French leader must unite anti-socialist disparate factions to stand any chance of victory against Francois Hollande.
Sarkozy tasked with rounding up the right to survive, but Le Pen may not endorse
MARSEILLE, FRANCE // Nicolas Sarkozy, the first French head of state to lose the first round of presidential elections, began the biggest test of his political career yesterday as he tried to marshal antisocialist forces to prevent François Hollande replacing him at the Elysée.
His fate lies in the hands of the disparate groups that voted for Marine Le Pen, the far-right populist who fiercely opposes immigration, the euro and the "Islamification" of France, and François Bayrou, a centrist who said he prefers Sarkozy the politician, Hollande the man.
With Ms Le Pen winning 17.9 per cent of the vote during the first round and Mr Bayrou collecting a 9 per cent share, these slices of the French electorate hold the key to Mr Sarkozy's slim prospects of avoiding defeat in the May 6 decider.
Ms Le Pen said yesterday she would make her position known on May 1, but aides insisted there would be no deal with Mr Sarkozy, the more likely approach being a refusal to endorse right or left.
Mr Bayrou said he would "talk to both candidates, listen to their responses and take my responsibility".
Sunday's first round, marked by a high turnout of just under 80 per cent to confound sceptics who had predicted substantial abstention, leaves Mr Hollande the clear favourite to win the second round.
He won 28.63 per cent of the vote but the narrowness of his victory - 27.18 per cent of those voting backed Mr Sarkozy - is less important than the likelihood that most of the 15 per cent of voters for far-left and green candidates are likely to favour the socialist.
The French financial markets opened nervously yesterday but may be considerably more jittery if voters deliver the landslide suggested by early opinion polls putting the socialist challenger, who has no government experience, eight points ahead of Mr Sarkozy.
Mr Hollande is a relatively moderate left winger but plans a tax-and-spend alternative to austerity that conservative critics have said threatens France's economic recovery. They also have argued that he will be a hostage of those far to his left.
In an interview with the Sunday newspaper Journal du Dimanche a week before the vote, Mr Hollande said he would take the measures necessary to prevent the markets second-guessing France's national will.
The last socialist to occupy the Elysée, François Mitterrand, briefly suspended trading when share values and the franc, France's currency, fell sharply after his election in 1981. He later toned down his socialist ambitions and, after winning a second term in 1988, saw the markets respond favourably.
The rise of Ms Le Pen, who won more votes than her father, Jean-Marie, when he rocked the political establishment by reaching a 2002 run-off won by Jacques Chirac, raised eyebrows in France and beyond.
In the Gard area of southern France, she even topped the poll. Mr Sarkozy described it as a "protest vote", but one that had to be respected.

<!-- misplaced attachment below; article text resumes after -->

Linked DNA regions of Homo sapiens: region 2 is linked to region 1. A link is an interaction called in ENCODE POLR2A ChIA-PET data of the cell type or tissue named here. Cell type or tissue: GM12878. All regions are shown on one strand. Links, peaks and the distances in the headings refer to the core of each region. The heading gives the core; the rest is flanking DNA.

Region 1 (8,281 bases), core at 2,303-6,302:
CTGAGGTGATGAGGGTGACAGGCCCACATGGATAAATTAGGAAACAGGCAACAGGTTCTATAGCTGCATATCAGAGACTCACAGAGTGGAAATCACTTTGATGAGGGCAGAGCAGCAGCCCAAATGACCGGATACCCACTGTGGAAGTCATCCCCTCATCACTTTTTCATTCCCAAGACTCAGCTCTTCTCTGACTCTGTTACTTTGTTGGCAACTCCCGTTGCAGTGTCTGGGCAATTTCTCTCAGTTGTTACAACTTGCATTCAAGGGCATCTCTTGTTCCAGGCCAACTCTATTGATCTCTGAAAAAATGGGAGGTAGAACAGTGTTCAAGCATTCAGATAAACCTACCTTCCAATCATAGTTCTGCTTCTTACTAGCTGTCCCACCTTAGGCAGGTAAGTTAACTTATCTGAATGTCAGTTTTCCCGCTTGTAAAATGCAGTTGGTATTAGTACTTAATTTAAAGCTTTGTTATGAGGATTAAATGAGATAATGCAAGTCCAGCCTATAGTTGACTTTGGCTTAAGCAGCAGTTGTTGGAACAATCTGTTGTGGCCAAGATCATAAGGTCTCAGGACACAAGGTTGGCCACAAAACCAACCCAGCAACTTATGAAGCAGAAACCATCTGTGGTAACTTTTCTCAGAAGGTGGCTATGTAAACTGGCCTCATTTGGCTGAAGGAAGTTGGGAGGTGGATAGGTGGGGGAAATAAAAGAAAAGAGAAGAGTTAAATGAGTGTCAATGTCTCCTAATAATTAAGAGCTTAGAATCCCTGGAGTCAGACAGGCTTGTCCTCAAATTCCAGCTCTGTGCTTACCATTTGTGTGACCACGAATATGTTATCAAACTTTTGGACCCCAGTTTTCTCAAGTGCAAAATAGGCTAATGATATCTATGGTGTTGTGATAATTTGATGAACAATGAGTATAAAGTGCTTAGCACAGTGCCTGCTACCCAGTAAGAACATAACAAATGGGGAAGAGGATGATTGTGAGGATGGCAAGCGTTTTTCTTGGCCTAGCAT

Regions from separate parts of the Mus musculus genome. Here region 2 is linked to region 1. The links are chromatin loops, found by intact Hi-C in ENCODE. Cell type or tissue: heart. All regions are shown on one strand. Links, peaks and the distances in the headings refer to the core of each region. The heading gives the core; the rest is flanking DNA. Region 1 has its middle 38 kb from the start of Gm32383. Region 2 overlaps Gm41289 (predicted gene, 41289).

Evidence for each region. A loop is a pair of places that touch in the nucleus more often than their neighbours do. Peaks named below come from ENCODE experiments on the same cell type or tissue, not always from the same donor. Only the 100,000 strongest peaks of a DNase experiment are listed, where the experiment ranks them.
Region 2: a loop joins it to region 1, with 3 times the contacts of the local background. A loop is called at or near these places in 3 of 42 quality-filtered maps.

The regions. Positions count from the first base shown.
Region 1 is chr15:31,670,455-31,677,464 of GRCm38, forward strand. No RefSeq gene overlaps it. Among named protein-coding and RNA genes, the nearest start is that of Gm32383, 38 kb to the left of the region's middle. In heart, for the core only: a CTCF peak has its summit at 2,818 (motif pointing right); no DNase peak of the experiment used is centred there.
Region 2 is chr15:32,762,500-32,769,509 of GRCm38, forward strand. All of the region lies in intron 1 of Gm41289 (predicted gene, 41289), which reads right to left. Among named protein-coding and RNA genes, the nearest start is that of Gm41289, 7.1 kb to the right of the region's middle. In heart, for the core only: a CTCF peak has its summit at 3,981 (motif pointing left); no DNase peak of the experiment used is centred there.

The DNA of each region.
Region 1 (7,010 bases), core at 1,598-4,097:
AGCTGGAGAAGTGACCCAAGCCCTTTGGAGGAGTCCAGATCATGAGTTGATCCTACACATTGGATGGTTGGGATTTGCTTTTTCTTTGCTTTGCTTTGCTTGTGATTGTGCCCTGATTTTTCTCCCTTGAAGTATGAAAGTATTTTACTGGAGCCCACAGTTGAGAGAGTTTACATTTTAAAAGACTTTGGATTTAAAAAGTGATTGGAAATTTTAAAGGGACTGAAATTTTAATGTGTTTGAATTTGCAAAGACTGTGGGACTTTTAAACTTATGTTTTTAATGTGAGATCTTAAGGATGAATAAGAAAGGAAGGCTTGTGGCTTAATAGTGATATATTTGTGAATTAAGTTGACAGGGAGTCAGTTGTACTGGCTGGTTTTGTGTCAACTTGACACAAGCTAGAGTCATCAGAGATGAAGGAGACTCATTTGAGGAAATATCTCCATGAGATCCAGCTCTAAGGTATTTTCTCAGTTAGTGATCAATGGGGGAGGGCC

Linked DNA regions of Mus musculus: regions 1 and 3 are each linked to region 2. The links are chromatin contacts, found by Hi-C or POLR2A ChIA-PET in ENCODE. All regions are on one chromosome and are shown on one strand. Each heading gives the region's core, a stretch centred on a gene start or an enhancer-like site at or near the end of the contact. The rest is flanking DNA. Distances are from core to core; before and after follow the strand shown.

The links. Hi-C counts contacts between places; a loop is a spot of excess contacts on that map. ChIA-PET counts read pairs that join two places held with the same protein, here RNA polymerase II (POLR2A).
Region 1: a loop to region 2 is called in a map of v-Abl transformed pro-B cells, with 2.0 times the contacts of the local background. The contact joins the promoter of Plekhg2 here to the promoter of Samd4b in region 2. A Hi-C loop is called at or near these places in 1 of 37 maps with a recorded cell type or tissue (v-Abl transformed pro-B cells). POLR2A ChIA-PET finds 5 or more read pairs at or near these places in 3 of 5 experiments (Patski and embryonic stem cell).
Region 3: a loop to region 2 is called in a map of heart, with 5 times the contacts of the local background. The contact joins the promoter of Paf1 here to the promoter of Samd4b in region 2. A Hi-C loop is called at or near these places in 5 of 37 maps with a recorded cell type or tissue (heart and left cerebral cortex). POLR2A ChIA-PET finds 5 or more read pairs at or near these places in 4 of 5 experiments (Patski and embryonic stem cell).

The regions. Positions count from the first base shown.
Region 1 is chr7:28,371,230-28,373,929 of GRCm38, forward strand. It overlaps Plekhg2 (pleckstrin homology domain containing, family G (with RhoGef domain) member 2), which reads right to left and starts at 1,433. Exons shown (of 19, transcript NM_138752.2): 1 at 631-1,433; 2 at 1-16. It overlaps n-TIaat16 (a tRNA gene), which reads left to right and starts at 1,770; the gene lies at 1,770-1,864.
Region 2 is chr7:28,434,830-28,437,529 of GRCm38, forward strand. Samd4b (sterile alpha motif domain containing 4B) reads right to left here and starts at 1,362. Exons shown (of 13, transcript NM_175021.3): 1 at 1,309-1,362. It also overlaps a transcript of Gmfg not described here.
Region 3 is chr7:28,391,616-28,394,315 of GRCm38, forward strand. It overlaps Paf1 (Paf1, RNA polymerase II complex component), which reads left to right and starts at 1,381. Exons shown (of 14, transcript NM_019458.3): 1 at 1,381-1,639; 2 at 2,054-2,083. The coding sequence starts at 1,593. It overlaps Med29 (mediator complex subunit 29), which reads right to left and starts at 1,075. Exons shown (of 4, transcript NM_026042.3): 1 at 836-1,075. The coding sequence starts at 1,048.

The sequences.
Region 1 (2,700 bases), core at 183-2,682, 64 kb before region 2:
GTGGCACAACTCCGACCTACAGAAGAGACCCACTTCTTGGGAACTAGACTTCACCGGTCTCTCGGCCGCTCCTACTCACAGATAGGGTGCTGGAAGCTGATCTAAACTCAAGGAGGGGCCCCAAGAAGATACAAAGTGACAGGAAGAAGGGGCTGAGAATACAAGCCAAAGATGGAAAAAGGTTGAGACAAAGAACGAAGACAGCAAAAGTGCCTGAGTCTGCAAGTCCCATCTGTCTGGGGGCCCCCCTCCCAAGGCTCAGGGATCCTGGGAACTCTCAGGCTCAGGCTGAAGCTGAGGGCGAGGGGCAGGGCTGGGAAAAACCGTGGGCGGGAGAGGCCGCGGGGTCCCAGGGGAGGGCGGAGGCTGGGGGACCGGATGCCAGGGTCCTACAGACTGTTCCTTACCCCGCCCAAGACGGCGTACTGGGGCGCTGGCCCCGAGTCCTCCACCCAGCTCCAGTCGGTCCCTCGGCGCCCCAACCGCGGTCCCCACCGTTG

The German chancellor, Angela Merkel, promised to maintain her support for Mr Sarkozy but her spokesman, Georg Streiterd, said she found the level of support for the far-right "alarming".
Despite the enthusiasm of his supporters, Mr Hollande seemed almost subdued in his responses to Sunday night's news of his first-round victory. In his address to party faithful in his electoral heartland of the Corrèze, in south-western France, he managed to looked less the victor than Mr Sarkozy, ebullient as he promised a Parisian audience he would redouble efforts for the decider.
Not for the first time in the campaign, the president challenged Mr Hollande to three head-to-head televised debates instead of the one planned, a gesture dismissed by the socialist as it had been before.
One interpretation is that both know Mr Sarkozy is stronger in such settings although a Hollande supporter pointed out that France appeared so far to be preferring "Mr Bland to Mr Bling".
Ms Le Pen made no attempt to hide her delight at Sunday's outcome, giving her an emphatic triumph in the mini-battle for third place with the far-left candidate, Jean-Luc Mélenchon. "This is just the start," she told supporters in Paris. "Let us continue the fight."
Her aim now appears to be to force the collapse of Mr Sarkozy's centre-right UMP party, which also faces defeat in legislative elections on June, and establish her Front National as the "only true opposition to the ultraliberal, permissive and libertarian left".
Mr Hollande said he was confident but that it was for France to choose its destiny on May 6. "The choice is simple. Either maintain policies that have failed with a divisive incumbent candidate, or allow France to rise again with a new unifying president," he said.
Meanwhile, after numerous leaks of exit polls on Sunday, prosecutors seeking to enforce French election law, based on fears that such information may influence late voting intentions, are considering whether to take action against media outlets from neighbouring Belgium and Switzerland. France's national news agency, Agence France-Presse, which circulated estimated results shortly before the deadline of 8pm French time, could also be targeted.